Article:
On September 17, 2020, a number of Georgia Tech students, Naugle CommLab employees, Writing and Communication Program faculty, and Georgia Tech International Ambassadors gathered in Microsoft Teams…to talk. The Naugle CommLab and the WCP’s World Englishes Committee partnered to organize and host the event, which is an opportunity for graduate and undergraduate students who are learning English as a second or other language to come together and practice speaking in English.
Dr. Kendra Slayton, one of CommLab’s interim co-directors and, along with Dr. Rob Griffin, one of the lead organizers behind the Conversation Hour event series, was impressed by the turnout at the September event. “We ended up with 36 people on the call. Eight of those people were [CommLab employees] and a couple of GTIAs who have worked with us in the past, so that’s twenty-something participants not including the chat moderators.”
During the Conversation Hour, participants initially assemble in a large group, then split into smaller groups in separate breakout rooms, each with their own conversation leader or moderator, where they chat for the rest of the hour. And what do they talk about? Perhaps a better question is, what don’t they talk about? Many of the conversations start with a topic, like pop culture, food, travel, and so on, but that doesn’t mean the groups have to stick with that topic. Moderators allow conversations to develop naturally and try to make sure everyone gets an opportunity to join in.
Stephanie Oliva, one of the Conversation Hour moderators, said, “We started talking about TV shows. We kind of went off on a tangent like that, and we only got food in right at the end. But we had all seen a lot of the same TV shows, and it was really cool to see everyone just get really into it. It was a lot of fun.”
Dr. Alok Amatya, a professional consultant in the Naugle CommLab and a Marion L. Brittain Postdoctoral Fellow, also described what was in his opinion a resounding success.
“So many people came, and the prompts that were provided…really helped in giving direction for the conversation. I had three students, and I’m not sure how many of them had participated in this before, but they seemed to know what to expect, and they all had a really enjoyable conversation. At a time like this, it’s so great to have a social chat anyway.”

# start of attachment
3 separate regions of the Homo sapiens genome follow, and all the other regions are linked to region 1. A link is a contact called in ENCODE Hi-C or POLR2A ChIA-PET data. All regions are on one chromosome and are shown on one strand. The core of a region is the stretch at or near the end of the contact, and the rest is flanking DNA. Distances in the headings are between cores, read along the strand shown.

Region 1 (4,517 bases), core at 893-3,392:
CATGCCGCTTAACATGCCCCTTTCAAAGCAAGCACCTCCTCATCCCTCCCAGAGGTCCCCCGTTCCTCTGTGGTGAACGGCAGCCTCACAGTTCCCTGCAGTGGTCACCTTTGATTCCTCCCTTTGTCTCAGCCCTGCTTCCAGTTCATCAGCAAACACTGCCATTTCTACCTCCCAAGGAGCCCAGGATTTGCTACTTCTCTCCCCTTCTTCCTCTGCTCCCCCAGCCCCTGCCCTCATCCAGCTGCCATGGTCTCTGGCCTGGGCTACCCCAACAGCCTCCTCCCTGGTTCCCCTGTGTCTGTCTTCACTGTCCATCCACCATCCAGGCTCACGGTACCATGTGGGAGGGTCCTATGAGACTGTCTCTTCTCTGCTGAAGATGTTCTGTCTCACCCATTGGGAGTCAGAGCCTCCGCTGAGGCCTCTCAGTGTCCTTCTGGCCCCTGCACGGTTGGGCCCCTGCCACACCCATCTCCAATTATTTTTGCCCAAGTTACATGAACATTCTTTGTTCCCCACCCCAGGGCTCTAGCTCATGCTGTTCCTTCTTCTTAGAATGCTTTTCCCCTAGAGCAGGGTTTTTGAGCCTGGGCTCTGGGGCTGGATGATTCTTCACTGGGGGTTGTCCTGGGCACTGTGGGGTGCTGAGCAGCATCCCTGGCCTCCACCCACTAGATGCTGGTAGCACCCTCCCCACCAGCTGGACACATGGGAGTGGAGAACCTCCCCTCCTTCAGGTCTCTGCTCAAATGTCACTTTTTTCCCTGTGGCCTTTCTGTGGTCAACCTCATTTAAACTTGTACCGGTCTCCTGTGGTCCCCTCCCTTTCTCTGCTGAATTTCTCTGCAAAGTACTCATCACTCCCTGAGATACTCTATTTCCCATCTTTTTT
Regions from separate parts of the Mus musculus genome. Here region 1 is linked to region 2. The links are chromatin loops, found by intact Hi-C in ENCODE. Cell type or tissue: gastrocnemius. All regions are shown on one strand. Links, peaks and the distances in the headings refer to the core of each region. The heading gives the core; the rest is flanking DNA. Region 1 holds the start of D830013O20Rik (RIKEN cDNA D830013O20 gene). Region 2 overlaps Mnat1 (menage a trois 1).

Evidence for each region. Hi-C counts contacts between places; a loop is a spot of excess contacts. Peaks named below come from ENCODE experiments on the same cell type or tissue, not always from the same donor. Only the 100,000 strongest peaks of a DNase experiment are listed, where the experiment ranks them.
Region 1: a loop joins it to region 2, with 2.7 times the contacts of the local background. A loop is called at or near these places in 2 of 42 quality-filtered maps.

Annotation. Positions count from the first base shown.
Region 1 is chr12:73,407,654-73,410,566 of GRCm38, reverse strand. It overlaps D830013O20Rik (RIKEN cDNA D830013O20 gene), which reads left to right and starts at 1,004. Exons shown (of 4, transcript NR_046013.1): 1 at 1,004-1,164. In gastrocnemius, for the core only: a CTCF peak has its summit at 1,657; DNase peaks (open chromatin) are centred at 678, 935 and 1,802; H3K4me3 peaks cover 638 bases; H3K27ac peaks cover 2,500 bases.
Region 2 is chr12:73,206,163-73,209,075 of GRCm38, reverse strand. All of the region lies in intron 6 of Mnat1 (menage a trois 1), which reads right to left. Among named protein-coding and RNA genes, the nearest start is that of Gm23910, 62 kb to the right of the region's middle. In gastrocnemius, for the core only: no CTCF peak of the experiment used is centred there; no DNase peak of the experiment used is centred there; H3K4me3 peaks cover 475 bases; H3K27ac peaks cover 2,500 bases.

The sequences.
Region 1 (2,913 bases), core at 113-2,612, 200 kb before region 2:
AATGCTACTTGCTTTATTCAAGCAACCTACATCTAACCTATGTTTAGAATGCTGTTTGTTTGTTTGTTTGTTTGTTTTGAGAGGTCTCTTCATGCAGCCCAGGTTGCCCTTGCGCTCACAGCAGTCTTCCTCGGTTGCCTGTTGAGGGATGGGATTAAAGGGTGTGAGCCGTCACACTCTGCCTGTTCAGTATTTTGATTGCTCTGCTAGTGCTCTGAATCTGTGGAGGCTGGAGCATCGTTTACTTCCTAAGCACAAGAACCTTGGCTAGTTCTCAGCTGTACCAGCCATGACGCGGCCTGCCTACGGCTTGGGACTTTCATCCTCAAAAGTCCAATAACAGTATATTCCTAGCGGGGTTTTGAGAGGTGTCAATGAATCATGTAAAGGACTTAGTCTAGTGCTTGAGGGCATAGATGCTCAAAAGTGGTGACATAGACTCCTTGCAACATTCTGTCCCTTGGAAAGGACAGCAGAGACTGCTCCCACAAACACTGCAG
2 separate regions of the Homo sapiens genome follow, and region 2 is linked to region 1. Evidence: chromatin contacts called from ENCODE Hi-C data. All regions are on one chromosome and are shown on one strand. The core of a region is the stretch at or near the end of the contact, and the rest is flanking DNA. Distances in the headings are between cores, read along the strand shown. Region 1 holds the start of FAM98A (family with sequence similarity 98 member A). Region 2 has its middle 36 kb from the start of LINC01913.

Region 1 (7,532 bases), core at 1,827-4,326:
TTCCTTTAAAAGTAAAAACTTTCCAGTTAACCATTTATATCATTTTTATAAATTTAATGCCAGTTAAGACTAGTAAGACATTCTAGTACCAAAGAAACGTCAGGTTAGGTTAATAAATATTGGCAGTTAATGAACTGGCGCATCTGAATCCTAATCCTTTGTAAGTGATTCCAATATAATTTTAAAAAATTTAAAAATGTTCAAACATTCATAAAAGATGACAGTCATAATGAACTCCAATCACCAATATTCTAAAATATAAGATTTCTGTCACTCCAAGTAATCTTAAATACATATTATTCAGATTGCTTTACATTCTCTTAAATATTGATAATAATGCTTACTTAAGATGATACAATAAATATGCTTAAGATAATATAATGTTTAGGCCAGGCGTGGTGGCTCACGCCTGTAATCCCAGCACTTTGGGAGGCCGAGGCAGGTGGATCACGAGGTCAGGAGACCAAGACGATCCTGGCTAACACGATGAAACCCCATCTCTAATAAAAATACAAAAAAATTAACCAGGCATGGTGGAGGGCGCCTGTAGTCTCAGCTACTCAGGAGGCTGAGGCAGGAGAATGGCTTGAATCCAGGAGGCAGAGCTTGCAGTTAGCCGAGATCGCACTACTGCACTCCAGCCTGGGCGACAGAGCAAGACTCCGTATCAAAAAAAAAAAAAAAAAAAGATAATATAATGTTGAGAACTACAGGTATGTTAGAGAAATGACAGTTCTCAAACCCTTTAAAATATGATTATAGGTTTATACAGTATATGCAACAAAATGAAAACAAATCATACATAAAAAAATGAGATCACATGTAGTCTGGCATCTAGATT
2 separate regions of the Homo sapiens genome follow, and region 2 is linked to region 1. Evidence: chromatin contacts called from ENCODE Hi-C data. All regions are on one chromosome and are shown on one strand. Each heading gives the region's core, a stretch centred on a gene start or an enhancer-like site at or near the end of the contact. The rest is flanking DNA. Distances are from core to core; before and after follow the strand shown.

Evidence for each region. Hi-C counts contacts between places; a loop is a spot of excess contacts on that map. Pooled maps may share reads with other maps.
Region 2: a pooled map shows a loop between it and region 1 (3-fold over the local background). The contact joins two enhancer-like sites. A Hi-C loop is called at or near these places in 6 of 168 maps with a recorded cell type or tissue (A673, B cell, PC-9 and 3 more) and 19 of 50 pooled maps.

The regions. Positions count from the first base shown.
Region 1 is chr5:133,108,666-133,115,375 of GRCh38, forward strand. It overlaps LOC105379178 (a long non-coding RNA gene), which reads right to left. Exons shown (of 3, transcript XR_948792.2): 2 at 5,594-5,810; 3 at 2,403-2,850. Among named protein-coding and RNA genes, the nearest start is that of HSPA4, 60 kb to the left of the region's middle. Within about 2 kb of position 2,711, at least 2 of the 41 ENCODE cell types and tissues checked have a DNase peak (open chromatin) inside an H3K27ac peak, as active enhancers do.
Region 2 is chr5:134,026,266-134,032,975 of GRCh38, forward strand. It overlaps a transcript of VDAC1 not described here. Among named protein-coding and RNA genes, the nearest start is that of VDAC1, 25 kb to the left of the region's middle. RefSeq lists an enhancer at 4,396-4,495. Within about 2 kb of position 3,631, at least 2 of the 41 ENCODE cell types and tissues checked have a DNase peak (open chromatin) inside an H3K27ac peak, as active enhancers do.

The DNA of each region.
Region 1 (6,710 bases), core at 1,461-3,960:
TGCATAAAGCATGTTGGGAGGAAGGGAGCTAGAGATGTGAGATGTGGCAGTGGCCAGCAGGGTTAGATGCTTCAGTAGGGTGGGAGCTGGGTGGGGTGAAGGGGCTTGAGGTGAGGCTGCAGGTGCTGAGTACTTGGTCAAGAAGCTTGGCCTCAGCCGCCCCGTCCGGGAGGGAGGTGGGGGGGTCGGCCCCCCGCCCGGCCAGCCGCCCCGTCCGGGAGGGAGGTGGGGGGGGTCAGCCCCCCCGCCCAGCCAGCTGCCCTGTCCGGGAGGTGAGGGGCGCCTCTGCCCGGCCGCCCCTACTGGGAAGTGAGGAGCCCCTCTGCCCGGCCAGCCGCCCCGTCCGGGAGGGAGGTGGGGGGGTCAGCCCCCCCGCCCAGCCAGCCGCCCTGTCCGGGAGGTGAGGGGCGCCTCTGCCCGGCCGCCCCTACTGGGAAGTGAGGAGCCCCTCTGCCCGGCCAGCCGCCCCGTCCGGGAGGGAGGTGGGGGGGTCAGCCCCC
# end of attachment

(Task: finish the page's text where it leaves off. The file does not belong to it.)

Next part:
Oliva, an LMC major and a peer consultant who has been working in the Naugle CommLab since 2018, also commented on what she sees as the benefits of the Conversation Hour and why she enjoys working with the students. She says,
“I like participating in Conversation Hours because it gives people the opportunity to practice their English skills in a safe and non-judgmental environment. As someone who is learning a new language, I understand how important this sort of atmosphere is to developing confidence in one’s speaking skills. I also think it’s fun to meet new people (especially at a time like this).”
The Naugle CommLab started hosting these events in the CommLab itself in 2019, but since the pandemic they have shifted their focus to trying to hold these events virtually. While it may not be the same as a face-to-face Conversation Hour, Dr. Rob Griffin, the Naugle CommLab’s English Language Learning specialist, says the events are still hugely important, not simply for language practice, but also for mental health. He says,
“I think the Conversation Hour is vital to the well-being of our students as a forum to break the isolation and detachment many are facing, especially during the COVID-19 crisis. Programming such as the CommLab Conversation Hour is in keeping with the diverse and inclusive setting that Tech promotes by making itself accountable to the needs of students whose voices may not always be heard. By hosting such venues, CommLab continues to support the Georgia Tech community as an important hub for a broad array of services that enhance linguistic skill and visual literacy while also providing a network for socialization and cross-cultural awareness.”
Hannah Lachmayr, a graduate student in Biology and a center assistant in the CommLab, also talks about why the Conversation Hour is especially meaningful to her:
“Georgia Tech is packed with diversity, and to me, Conversation Hour showcases this. The students are so eager and motivated to improve their English conversation skills that I am inspired by them, and we consequently have an engaging conversation. Particularly, I love hearing about aspects of their lives and how they parallel mine yet are unique. Just from simple conversations, I have already been taught new recipes/cooking techniques (including making Japanese pancakes – 窯焼きスフレパンケーキ) and learned of new mentally-stimulating TV to watch. Seeing the students gain confidence in their speaking and use of vocabulary throughout a session, especially as they discuss a point of interest, is rewarding.”
So, will there be more conversations in the future? If you ask Dr. Slayton, the answer is absolutely yes. “We had something like 44 people actually register, so there is a bigger pool of people out there who may be interested in future [events].”
And as long as the situation remains as it is, the need will remain and grow. As Dr. Griffin said, “At a time when many courses are asynchronous, extracurricular activities are restricted, and human contact is difficult, the Conversation Hour is one venue where students are reconnected to faces and voices in real time even if only on a screen.”